Superman winds up using the Phantom Zone projector to rip the 5th dimensional being in half, but he has knowingly, and willingly killed.


Though Lois gives him all manner of justifications, Superman has violated his own code.  He enters a chamber of gold kryptonite, which permanently removes his powers, and is never seen again.


The reporter leaves.  I was teary eyed and emotionally drained by this point when I read this the first time, but so thrilled at the end, as the baby turns a lump of coal into a diamond.  And then I really looked at the face of Lois’ husband.

I believe Alan Moore has now dismissed this story as garbage, as he is wont to do.

I don’t care what he thinks.  This is the crowning gem of the first 50 years of the character.


Action 565 – Wizard City returns, and Ambush Bug ends


The third and final Ambush Bug cover on Action Comics 565 (March 1985).


Superman does get the lead story in this issue, by Mort Todd and Kurt Schaffenberger, which brings back Wizard City, a fabled Kryptonian town that landed intact on Earth in Superboy’s day, long before Kandor was introduced.  I talked about the Wizard City story when I covered Adventure Comics in the previous blog.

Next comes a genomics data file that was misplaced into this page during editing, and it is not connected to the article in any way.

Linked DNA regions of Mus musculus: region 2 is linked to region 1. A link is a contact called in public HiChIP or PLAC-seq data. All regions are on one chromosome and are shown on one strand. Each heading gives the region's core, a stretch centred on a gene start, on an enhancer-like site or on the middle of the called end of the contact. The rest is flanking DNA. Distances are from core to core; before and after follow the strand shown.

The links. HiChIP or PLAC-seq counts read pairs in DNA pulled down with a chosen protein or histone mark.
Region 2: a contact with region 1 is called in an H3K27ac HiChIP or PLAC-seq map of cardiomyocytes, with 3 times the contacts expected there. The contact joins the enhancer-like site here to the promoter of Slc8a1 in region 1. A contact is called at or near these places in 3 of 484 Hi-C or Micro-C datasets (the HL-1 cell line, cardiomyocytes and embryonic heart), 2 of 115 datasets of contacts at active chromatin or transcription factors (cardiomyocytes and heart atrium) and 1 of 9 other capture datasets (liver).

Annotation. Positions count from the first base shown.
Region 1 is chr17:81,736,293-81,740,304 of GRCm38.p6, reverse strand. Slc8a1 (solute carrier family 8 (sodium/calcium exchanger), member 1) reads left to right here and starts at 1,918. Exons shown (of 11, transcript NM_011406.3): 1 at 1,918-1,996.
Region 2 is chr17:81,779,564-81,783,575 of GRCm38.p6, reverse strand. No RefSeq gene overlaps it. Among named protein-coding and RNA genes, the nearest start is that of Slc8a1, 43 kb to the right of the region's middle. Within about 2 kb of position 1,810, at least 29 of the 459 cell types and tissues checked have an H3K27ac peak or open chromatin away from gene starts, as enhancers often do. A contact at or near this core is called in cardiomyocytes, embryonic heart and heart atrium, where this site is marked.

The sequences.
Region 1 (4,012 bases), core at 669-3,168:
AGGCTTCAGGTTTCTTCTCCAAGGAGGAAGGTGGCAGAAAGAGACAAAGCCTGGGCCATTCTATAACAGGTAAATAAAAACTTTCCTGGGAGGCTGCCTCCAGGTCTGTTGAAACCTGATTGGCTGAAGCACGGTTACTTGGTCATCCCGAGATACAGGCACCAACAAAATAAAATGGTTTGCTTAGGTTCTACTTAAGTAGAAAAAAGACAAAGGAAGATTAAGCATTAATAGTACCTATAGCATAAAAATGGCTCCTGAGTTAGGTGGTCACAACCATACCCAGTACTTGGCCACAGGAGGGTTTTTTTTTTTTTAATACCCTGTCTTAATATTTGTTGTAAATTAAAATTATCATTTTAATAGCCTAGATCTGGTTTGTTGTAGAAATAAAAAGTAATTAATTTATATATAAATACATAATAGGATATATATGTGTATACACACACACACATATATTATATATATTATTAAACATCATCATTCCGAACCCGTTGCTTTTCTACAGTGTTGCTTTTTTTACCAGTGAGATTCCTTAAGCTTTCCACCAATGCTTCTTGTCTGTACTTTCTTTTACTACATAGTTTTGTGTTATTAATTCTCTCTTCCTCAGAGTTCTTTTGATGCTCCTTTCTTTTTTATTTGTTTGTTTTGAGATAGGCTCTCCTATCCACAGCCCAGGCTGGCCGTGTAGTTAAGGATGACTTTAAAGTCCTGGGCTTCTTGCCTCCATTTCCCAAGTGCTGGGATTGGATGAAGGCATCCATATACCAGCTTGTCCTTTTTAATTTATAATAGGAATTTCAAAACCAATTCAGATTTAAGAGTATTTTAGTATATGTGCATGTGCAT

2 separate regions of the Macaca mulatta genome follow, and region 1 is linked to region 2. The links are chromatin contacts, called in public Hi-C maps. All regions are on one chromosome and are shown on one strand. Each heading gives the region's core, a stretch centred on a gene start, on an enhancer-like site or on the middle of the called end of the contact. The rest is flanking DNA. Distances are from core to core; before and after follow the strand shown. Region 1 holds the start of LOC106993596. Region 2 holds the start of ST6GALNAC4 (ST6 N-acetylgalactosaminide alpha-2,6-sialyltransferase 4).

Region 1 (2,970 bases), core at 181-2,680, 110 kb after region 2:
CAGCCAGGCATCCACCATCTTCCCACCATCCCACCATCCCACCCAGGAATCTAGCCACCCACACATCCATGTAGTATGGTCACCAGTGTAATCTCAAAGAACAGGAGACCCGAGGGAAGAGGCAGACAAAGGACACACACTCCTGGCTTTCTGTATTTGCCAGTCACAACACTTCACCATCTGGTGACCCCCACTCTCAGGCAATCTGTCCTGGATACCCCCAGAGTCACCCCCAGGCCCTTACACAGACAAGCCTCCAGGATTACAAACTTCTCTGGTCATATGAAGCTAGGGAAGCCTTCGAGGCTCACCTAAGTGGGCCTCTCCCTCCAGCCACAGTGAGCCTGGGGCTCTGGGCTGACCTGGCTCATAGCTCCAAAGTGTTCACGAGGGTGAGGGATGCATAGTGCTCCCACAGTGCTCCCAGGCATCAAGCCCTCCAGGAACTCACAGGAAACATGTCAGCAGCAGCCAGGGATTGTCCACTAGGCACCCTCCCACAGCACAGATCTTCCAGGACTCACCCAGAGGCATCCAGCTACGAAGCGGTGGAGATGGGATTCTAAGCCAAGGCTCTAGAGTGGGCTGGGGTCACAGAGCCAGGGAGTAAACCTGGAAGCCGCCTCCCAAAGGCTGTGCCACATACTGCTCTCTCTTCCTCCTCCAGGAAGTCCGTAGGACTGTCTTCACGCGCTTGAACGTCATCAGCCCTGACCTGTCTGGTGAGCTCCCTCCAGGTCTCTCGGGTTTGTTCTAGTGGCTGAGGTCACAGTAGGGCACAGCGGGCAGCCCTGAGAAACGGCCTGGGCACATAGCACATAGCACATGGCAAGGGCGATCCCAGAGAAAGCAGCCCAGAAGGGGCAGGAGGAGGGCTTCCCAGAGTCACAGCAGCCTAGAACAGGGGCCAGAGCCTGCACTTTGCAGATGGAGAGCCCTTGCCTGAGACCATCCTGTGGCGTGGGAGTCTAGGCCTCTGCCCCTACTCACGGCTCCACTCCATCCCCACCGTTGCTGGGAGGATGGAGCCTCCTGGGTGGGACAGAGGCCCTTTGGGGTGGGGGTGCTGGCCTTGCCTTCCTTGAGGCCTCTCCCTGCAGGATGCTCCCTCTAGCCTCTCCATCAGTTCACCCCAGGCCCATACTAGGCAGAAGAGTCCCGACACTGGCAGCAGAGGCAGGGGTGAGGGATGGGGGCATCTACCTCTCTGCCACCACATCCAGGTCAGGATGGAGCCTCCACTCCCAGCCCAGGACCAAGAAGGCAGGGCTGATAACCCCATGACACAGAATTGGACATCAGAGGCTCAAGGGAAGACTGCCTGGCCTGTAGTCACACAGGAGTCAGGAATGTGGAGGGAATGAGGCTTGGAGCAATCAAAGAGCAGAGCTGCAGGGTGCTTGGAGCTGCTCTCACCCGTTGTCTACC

It has been discovered, and looted, by a thief who is making the most of his stolen Kryptonian tech.


Jimmy Olsen’s father, who was a young man in the original story, returns with information linking the criminal to the site.


The thief tries to kill Superman with a Kryptonian virus he found in the city, but Superman prevails, and buries Wizard City deep int he Earth’s crust, never to be seen again.


Ambush Bug has his final outing in Action, with Giffen, Fleming and Oskner finding exactly the right angle for the character.  This story introduces some of the odd supporting cast, as well as the plot device of having Ambush Bug travel from hero to hero during the course of the story.  Peabody, of Peabody, Dicker and Pending, opens the story with his Ambush Bug merchandising plans.


Lots of great references to old goofy stories as Ambush visits Superman.  All but one of the stories referenced in this bit have already been covered in this blog!